I grew up on kosher dills and stories of my
great-grandfather’s crocks of sauerkraut that bubbled in the attic all through
the winter. When I asked my grandmother how to make pickles, she said to put
the cucumbers in a crock with water and dill and add enough salt until it is
just before you gag. Turns out, I gag easily. Without enough salt to kill
spoilage bacteria, the cucumbers were a stinky, slimy mess in no time.
I learned how to make pickles from books and talking with
older Vermonters. I was part of the back-to-the-land movement, and I think the
neighbors got a kick out of the young hippies who asked endless questions and
didn’t seem to have much in the way of commonsense.
Today the DIY movement has sparked a revival of interest in
all kinds of food preservation—pickling, canning, freezing, root cellaring. While
access to land is a far more challenging problem than it was when I was
younger, access to quality fresh fruits and vegetables, directly from the farm,
has never been easier. It makes sense to put by food in the summer for enjoying
throughout the winter.
I have a new book out this summer called The Pickled Pantry.
It contains recipes and instructions for all manner of pickles—fresh-pack,
fermented, freezer, refrigerator—and even recipes that incorporate pickles,
like kimchi fish stew.
Over one weekend I pickled a case (that’s 48 pounds) of
pickling cucumbers into dill chips, bread and butters, and curry chips. I take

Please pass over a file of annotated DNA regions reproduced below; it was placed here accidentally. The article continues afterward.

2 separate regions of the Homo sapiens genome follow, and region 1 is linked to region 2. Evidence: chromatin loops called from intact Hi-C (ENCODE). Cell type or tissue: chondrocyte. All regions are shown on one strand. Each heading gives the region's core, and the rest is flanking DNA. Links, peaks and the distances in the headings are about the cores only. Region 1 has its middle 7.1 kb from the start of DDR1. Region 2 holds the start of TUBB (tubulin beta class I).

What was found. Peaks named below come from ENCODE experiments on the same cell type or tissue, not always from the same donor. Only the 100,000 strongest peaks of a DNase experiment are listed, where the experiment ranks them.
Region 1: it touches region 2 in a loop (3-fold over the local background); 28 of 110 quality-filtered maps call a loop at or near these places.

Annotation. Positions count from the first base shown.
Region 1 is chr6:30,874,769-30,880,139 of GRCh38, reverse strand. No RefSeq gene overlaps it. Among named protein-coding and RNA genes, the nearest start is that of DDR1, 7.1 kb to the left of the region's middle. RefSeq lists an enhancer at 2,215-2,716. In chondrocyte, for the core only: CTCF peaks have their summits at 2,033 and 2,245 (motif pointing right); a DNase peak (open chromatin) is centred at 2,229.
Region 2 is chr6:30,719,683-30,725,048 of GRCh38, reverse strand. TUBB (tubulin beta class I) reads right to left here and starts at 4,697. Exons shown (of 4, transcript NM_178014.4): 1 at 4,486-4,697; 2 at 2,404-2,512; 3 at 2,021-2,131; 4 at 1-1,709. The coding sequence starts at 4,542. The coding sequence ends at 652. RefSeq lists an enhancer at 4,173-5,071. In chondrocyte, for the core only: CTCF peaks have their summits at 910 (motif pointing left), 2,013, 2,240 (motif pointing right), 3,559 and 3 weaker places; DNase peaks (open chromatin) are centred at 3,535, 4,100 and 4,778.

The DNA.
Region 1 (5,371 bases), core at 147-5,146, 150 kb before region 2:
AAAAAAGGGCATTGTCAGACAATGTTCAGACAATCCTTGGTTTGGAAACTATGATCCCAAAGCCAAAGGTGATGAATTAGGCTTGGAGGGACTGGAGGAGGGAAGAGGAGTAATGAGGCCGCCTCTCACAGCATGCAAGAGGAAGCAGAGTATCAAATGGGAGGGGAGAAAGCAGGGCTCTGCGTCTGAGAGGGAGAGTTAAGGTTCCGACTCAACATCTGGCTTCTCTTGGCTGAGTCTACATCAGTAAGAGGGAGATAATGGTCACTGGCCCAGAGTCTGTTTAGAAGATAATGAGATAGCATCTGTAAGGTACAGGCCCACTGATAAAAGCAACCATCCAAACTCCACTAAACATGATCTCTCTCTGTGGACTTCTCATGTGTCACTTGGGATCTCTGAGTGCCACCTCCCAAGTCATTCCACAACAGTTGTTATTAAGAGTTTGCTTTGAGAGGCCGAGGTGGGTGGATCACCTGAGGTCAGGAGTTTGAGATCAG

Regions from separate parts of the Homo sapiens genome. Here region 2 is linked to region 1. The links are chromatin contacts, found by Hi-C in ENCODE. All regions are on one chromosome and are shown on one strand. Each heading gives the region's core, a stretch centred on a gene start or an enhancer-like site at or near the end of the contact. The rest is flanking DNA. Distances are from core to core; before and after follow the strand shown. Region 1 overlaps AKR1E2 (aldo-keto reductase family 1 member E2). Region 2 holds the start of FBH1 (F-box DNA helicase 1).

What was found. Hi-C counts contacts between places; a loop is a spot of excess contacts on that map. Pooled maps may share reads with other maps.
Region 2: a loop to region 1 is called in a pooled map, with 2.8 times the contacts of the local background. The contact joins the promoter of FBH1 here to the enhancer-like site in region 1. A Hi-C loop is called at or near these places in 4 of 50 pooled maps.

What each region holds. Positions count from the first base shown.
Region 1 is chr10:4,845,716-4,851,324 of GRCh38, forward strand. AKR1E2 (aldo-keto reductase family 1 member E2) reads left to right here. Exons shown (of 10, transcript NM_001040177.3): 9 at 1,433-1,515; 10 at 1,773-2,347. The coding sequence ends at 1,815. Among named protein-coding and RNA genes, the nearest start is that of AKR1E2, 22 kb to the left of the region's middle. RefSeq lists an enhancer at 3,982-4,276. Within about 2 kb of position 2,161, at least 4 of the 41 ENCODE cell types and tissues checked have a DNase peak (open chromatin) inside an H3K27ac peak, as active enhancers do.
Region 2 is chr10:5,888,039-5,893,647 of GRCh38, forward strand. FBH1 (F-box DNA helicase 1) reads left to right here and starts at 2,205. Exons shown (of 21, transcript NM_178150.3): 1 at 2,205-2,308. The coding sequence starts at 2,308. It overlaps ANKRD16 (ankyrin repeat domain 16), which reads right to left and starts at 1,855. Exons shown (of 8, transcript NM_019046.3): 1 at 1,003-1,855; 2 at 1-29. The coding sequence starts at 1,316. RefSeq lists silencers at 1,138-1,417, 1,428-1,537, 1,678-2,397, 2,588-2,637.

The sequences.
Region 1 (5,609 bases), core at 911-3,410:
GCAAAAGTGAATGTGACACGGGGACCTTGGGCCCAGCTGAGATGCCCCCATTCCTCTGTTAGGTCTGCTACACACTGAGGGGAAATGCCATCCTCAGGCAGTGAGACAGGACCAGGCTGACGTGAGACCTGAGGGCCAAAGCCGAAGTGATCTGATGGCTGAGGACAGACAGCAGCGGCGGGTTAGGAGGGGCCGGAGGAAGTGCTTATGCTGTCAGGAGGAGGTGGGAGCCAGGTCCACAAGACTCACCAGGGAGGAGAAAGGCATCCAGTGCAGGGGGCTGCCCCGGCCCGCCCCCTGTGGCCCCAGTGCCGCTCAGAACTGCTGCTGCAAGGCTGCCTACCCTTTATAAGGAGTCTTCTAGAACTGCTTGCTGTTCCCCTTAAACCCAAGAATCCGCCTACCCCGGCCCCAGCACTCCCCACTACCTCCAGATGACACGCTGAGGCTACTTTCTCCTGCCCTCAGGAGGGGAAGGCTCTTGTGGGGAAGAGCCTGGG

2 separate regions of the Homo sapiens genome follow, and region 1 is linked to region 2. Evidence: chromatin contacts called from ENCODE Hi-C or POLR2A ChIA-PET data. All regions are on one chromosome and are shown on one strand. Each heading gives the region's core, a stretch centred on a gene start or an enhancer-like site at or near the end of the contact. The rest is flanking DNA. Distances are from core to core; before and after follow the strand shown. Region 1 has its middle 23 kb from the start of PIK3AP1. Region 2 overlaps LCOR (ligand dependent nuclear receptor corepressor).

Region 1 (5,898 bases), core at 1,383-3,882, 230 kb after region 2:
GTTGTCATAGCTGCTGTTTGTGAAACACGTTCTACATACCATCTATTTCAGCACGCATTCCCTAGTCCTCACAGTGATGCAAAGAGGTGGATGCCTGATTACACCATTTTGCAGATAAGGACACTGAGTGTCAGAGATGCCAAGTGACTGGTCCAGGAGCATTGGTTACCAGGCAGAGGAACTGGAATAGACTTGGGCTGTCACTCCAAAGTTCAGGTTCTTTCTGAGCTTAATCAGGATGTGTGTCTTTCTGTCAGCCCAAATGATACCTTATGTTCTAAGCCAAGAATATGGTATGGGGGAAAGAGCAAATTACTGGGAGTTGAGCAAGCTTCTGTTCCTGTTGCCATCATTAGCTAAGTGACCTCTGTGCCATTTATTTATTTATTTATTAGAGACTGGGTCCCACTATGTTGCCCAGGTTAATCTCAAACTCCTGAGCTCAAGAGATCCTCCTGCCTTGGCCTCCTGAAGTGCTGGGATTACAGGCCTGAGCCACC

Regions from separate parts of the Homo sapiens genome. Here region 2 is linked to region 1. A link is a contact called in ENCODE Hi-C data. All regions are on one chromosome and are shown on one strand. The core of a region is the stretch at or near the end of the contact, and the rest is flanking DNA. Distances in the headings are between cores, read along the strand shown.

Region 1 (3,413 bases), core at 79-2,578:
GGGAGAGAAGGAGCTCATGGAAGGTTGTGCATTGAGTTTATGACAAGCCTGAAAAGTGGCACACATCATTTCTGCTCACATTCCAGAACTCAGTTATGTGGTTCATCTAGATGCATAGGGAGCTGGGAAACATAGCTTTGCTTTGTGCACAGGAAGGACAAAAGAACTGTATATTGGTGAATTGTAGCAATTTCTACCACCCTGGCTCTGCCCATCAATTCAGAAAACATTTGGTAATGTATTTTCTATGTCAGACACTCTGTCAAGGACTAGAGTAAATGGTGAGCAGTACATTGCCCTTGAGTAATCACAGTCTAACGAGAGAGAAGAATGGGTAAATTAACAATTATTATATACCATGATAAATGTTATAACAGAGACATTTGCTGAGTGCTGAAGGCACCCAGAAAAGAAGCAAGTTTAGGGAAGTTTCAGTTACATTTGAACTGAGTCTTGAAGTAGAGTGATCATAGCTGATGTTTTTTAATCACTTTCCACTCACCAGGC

these pickles with me when I do workshops on making pickles or when I go to
book signings at book stores. I have
60 pint jars of pickles in a corner of my dining room. Which, of course, points
out one of the big issues with food preservation: storage.
People often ask how long it takes to write a cookbook like
this, which has about 150 recipes. The answer is usually, “All my adult life.” If
the book covers a subject I care passionately about – cooking vegetables,
making pickles, preserving – then, truthfully, I’ve been at it since I left my
mother’s house, a long, long time ago.
The thing about self-sufficiency, working with nature,
making delicious food: There’s always something new to learn. I’m still at it. If
you’d like to see what I’m cooking and preserving this summer, please check out
my website, www.andreachesman.com, and
visit my Roots and Leaves page, where I post pictures, recipes, and comments
about what I am up to.
Andrea Chesman presented workshops at the Seven Springs, Pa. MOTHER EARTH NEWS FAIR.
Please visit the FAIR website for more information about future FAIRs, June 1-2 in Puyallup, Wash. and Sept. 20-22 in Seven Springs, Pa. Tickets are on sale now.
You can also get FAIR updates on our Facebook and Twitter pages.